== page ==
Jenny's Reviews > Incognito

Incognito by Gregory  Murphy
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's review
Jan 22, 2012

liked it
bookshelves: read-in-2011

It's been far too long since I read Edith Wharton's The Age of Innocence for me to at all compare it to Incognito as many reviewers have. In that vein, all I really know is that they both have to do with early 1900's high society in New York City. In Incognito, lawyer, William Dysart, becomes acquainted with Sybil Curtis when his client, Lydia Billings, asks that Ms. Curtis's property be purchased for her. Mr. Dysart quickly realizes this task will be much more difficult than he was prepared for and that there's a lot more going on between Ms. Curtis and Mrs. Billings than it initially seemed. As he interacts more with Ms. Curtis and tries to figure out what's really going on, William begins to fall for this mysterious woman.

Incognito is heralded as a literary mystery. At times I did feel that's what I was reading, but really when it came down to it there really wasn't a big mystery. Sure, I was curious what the connection was between Ms. Curtis and Ms. Billings, but it's revealed practically halfway through the book and didn't hit me as this big "ah-ha". I mean, I sort of had an "ohhh..." moment but that's it. If that's what the whole story were built around it definitely would not have worked. There was another small mystery in that William's mother died when he was young, and his vague memories lead him to search for the truth about that situation. But even that one I saw coming. So for these factors, I found the story somewhat anticlimactic. I wish the author would have delved deeper into other factors of the story lines because it would have added a depth that would have rounded off the book much better.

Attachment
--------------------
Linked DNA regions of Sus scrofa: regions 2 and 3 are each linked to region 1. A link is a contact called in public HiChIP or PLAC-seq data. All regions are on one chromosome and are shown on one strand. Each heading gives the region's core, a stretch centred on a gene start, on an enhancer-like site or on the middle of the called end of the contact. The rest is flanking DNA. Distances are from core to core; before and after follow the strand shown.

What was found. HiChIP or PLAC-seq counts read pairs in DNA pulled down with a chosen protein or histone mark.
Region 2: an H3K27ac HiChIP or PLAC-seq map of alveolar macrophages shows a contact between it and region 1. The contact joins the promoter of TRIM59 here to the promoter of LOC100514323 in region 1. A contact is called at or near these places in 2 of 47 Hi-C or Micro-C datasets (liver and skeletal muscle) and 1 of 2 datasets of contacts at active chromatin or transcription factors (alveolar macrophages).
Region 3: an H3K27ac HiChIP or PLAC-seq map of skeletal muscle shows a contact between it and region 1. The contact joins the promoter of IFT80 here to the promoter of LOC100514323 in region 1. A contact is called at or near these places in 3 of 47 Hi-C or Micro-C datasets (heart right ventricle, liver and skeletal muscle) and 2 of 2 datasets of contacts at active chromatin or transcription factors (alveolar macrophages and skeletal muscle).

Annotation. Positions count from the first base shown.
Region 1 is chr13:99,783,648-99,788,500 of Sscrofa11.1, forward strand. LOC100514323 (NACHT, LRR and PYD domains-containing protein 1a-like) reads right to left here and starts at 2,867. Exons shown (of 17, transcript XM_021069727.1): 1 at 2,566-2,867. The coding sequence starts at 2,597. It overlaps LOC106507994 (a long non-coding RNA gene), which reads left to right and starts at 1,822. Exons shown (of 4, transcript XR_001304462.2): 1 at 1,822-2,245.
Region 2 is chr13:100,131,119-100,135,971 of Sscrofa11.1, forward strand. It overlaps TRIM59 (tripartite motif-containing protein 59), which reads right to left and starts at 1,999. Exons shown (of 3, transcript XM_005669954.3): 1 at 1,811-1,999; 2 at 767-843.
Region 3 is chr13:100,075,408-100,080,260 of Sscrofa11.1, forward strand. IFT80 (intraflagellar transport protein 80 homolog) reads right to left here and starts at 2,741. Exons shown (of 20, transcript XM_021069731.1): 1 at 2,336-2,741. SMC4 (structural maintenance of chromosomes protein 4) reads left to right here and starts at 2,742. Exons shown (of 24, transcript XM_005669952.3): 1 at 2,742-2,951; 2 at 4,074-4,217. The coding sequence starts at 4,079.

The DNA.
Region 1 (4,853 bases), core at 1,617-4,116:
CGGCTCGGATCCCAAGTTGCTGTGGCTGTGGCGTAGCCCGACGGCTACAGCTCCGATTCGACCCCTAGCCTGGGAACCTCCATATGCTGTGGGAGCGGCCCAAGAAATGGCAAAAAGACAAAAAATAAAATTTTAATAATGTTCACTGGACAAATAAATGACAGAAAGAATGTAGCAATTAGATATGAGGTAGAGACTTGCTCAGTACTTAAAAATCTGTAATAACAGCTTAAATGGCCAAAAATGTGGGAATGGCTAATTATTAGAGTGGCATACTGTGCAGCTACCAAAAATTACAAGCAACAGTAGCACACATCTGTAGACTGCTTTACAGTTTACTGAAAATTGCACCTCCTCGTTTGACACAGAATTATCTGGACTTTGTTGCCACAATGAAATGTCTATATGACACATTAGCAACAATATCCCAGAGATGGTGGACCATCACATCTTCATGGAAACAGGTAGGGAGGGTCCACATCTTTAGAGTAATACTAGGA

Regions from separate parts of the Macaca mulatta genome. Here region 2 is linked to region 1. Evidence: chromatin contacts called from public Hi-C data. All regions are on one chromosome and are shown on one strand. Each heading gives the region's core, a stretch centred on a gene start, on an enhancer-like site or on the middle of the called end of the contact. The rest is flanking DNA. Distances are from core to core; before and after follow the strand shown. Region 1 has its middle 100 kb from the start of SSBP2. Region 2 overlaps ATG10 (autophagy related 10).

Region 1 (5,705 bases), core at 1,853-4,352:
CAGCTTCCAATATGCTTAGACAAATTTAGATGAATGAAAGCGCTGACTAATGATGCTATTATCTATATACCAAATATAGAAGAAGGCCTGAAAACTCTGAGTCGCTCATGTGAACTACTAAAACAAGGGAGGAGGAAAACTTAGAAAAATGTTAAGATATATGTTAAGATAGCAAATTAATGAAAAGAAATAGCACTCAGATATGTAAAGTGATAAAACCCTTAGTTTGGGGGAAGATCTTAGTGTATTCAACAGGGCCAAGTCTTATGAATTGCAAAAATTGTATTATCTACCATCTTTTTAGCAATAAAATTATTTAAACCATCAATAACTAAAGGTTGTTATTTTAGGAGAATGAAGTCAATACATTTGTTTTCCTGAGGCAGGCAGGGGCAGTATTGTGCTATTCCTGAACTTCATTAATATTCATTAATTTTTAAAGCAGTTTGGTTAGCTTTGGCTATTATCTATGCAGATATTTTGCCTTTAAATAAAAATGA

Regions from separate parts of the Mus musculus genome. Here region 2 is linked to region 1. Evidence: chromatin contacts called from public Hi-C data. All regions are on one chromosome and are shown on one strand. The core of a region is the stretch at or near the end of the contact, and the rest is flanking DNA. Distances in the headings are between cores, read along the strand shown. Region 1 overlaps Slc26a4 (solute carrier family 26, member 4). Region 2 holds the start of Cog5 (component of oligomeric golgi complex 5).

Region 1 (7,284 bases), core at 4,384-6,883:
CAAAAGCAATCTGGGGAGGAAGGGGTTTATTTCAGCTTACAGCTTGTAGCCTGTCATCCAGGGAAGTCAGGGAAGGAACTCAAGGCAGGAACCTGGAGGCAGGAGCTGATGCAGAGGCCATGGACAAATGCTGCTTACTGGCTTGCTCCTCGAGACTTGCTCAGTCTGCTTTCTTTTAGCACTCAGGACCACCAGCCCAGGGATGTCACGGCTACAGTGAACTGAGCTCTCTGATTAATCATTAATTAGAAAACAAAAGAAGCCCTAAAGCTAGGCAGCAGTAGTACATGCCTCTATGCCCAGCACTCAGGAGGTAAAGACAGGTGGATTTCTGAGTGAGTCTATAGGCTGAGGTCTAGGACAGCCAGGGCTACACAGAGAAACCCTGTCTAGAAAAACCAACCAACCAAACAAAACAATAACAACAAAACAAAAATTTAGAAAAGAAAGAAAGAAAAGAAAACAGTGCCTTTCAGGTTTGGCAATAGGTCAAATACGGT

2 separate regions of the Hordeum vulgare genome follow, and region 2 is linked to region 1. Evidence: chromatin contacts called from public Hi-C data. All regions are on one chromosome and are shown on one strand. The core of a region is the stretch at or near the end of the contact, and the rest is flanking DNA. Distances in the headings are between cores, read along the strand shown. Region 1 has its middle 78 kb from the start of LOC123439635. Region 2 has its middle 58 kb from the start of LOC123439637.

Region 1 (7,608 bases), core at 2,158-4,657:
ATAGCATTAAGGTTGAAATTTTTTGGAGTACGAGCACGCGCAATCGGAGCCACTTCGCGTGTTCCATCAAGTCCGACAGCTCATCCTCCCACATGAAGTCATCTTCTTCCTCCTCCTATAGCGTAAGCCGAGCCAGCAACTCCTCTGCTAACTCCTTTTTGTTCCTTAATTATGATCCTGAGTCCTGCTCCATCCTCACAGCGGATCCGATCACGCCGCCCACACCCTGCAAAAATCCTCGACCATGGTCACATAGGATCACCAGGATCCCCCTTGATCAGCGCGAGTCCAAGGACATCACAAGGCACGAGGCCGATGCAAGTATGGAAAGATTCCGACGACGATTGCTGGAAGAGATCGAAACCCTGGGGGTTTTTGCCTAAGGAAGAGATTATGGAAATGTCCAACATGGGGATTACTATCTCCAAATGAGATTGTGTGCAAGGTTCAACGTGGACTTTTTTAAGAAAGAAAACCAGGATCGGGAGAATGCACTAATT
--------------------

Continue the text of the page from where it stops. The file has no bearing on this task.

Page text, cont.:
The majority of this book was actually an enjoyable read. William Dysart was a likeable character. His counterpart, Sybil, finds him to be an honest, genuine person not common to his standing, and this is what draws her to him. Similarly, I found myself caring for his character for those reasons. And although Sybil's character was nice enough, I don't feel like she was built enough to make William's falling for her that realistic. In this sense, I found Incognito to be reminiscent of a typical romance book where nothing significant really happens to warrant the attraction between two characters. There were a couple scenes that I felt were a little hokey in their interactions. What I did enjoy reading about was William's wife, Arabella, and the realizations Williams has about how she essentially tricked him into believing she was a woman who desired only a simple life as well as a woman who loved children and wanted a family. None of these were apparently true, and she prefers material things and being a part of the high society. Murphy did well at portraying this luxurious but hypocritical society. I would have preferred more of this and less of the mild mystery and stereotypical romance. I certainly wouldn't call this a 5-star read as 17 amazon reviewers did, but it was okay and I could see where a romance fan might really enjoy the elements of this story. I, however, am now in the mood for The Age of Innocence!

Taken from my blog at
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